What a type of happy family is the family of the Sun! With what order, with what harmony, with what blessed peace, do his children the planets move around him, shining with light which they drink in from their parent's in at once upon him and on one another!
Temporary madness may be necessary in some cases, to cleanse and renovate the mind; just as a fit of illness is to carry off the humours of the body.
The most mischievous liars are those who keep sliding on the verge of truth.
True modesty does not consist in an ignorance of our merits, but in a due estimate of them.
A lawyer's brief will be brief, before a freethinker thinks freely.
Forms and regularity of proceeding, if they are not justice, partake much of the nature of justice, which, in its highest sense, is the spirit of distributive order.
It is well for us that we are born babies in intellect.
Could we understand half what mothers say and do to their infants, we should be filled with a conceit of our own importance, which would render us insupportable through life. Happy the boy whose mother is tired of talking nonsense to him before he is old enough to know the sense of it.
I suspect we have internal senses. The mind's eye since Shakespeare's time has been proverbial; and we have also a mind's ear. To say nothing of dreams, one certainly can listen to one's own thoughts, and hear them, or believe that one hears them: the strongest argument adducible in favour of our hearing any thing.
Poetry is to philosophy what the Sabbath is to the rest of the week.
I bid you conquer in your warfare against your four great enemies, the world, the devil, the flesh, and above all, that obstinate and perverse self-will, unaided by which the other three would be comparatively powerless.
Many actions, like the Rhone, have two sources,--one pure, the other impure.
Some men so dislike the dust kicked up by the generation they belong to, that, being unable to pass, they lag behind it.
Just, harmonious, temperate as is the spirit of liberty, there is in the name and mere notion of it a vagueness so opposite to the definite clearness of the moral law.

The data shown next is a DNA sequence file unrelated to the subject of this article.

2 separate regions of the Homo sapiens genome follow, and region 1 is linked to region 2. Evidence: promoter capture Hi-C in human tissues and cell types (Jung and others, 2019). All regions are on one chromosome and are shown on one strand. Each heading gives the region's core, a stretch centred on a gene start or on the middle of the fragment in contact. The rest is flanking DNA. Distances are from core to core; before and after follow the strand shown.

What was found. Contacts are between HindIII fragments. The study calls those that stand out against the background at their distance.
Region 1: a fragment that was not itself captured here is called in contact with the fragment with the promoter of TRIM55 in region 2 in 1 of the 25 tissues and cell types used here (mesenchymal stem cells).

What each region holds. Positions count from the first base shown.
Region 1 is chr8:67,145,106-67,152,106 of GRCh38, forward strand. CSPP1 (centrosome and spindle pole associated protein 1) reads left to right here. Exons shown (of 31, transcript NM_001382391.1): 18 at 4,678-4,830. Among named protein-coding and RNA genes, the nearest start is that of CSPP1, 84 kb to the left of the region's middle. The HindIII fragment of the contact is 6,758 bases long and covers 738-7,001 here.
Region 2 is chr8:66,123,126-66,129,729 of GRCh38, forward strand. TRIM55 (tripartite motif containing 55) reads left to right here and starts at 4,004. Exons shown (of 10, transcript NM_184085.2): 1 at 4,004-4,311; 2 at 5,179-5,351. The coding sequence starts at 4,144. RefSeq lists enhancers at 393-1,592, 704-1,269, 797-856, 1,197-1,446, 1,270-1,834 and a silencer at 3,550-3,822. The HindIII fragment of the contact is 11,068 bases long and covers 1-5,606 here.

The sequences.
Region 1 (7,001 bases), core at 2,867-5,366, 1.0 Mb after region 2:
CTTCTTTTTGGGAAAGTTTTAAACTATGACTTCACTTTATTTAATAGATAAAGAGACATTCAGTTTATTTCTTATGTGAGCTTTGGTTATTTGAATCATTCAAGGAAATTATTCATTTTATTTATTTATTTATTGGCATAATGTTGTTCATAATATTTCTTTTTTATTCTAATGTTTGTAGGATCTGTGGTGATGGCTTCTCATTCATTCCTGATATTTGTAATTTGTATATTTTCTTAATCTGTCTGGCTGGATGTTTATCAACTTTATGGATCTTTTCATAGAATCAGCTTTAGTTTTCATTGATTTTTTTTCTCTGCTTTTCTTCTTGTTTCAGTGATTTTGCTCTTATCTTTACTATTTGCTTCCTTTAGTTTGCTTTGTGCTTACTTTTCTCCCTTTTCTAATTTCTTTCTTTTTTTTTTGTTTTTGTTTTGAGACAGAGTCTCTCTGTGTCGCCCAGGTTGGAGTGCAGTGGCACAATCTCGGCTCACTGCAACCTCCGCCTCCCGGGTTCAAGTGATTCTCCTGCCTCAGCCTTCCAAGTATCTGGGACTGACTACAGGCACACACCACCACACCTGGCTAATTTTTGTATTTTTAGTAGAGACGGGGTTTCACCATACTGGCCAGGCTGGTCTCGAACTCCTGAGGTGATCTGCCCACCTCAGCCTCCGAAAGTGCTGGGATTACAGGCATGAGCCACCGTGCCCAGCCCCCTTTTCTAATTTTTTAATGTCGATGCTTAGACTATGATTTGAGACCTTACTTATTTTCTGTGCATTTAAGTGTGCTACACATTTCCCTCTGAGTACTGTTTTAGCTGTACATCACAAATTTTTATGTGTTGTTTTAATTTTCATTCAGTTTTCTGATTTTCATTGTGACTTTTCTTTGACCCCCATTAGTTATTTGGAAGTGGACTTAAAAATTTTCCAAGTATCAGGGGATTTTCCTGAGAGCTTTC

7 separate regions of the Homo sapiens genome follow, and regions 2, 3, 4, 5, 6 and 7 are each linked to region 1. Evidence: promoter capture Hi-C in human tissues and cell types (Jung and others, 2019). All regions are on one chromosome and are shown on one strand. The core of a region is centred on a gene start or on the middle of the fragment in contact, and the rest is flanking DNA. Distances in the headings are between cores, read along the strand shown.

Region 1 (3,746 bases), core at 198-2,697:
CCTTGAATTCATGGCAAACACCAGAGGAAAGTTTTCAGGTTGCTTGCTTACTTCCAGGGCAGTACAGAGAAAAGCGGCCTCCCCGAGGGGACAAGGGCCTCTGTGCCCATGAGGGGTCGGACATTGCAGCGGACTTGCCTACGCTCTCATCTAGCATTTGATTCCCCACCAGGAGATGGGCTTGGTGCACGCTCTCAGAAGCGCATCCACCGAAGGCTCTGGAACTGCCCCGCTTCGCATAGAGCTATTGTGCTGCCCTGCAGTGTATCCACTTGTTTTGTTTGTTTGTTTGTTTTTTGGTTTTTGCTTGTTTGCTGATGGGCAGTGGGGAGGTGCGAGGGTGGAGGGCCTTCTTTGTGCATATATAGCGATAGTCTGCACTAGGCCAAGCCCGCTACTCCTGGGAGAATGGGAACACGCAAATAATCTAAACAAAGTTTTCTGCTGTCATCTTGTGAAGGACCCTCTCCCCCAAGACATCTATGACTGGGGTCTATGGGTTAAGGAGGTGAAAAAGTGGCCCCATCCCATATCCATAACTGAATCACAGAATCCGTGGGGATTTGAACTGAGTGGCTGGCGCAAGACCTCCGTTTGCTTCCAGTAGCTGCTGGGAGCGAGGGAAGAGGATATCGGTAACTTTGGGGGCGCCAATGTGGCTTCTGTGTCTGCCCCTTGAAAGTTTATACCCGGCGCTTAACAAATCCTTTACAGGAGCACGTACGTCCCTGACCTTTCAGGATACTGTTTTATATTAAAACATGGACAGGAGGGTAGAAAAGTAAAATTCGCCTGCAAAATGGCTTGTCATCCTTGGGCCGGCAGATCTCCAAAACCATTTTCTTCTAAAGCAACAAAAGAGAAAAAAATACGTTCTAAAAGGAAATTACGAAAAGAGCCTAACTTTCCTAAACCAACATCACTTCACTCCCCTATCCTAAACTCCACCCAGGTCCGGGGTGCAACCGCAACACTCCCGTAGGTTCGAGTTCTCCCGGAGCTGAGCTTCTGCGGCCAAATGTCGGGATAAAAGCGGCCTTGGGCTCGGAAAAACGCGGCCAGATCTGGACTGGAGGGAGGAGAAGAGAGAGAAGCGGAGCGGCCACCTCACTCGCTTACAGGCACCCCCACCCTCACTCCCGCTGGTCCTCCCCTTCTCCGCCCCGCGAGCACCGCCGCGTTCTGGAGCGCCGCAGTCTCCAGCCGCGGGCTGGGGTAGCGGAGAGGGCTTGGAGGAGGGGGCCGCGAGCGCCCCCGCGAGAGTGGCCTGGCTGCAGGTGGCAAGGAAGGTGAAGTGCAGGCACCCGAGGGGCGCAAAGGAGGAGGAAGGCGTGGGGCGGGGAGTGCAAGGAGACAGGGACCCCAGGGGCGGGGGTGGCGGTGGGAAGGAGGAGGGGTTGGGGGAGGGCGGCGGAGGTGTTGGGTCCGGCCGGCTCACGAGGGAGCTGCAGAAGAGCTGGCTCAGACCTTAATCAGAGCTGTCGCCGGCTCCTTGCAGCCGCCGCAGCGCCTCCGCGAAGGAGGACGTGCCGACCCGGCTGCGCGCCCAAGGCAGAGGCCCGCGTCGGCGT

There is a glare about worldly success which is very apt to dazzle men's eyes.
We look to our last sickness for repentance, unmindful that it is during a recovery men repent, not during a sickness.
To know the hight [sic] of a mountain, one must climb it.
I like the smell of a dunged field, and the tumult of a popular election.
Books, as Dryden has aptly termed them, are spectacles to read nature.
Aeschylus and Aristotle, Shakespeare and Bacon, are priests who preach and expound the mysteries of man and the universe. They teach us to understand and feel what we see, to decipher and syllable the hieroglyphics of the senses.
Who is fit to govern others? He who governs himself. You might as well have said: nobody.
Every wise man lives in an observatory.
We like slipping, but not falling; our real anxiety is to be tempted enough.
How deeply rooted must unbelief be in our hearts when we are surprised to find our prayers answered.
Excessive indulgence to others, especially to children is in fact only self-indulgence under an alias.
Life may be defined to be the power of self-augmentation or assimilation, not of self-nurture; for then a steam-engine over a coal-pit might be made to live.
Science sees signs; Poetry, the thing signified. Co-author with his brother Julius Hare.
In a mist the heights can for the most part see each other; but the valleys cannot.
In science its main worth is temporary, as a stepping-stone to something beyond.
Even [Newton's] Principia ... is truly but the beginning of a natural philosophy. Co-author with his brother Julius Hare.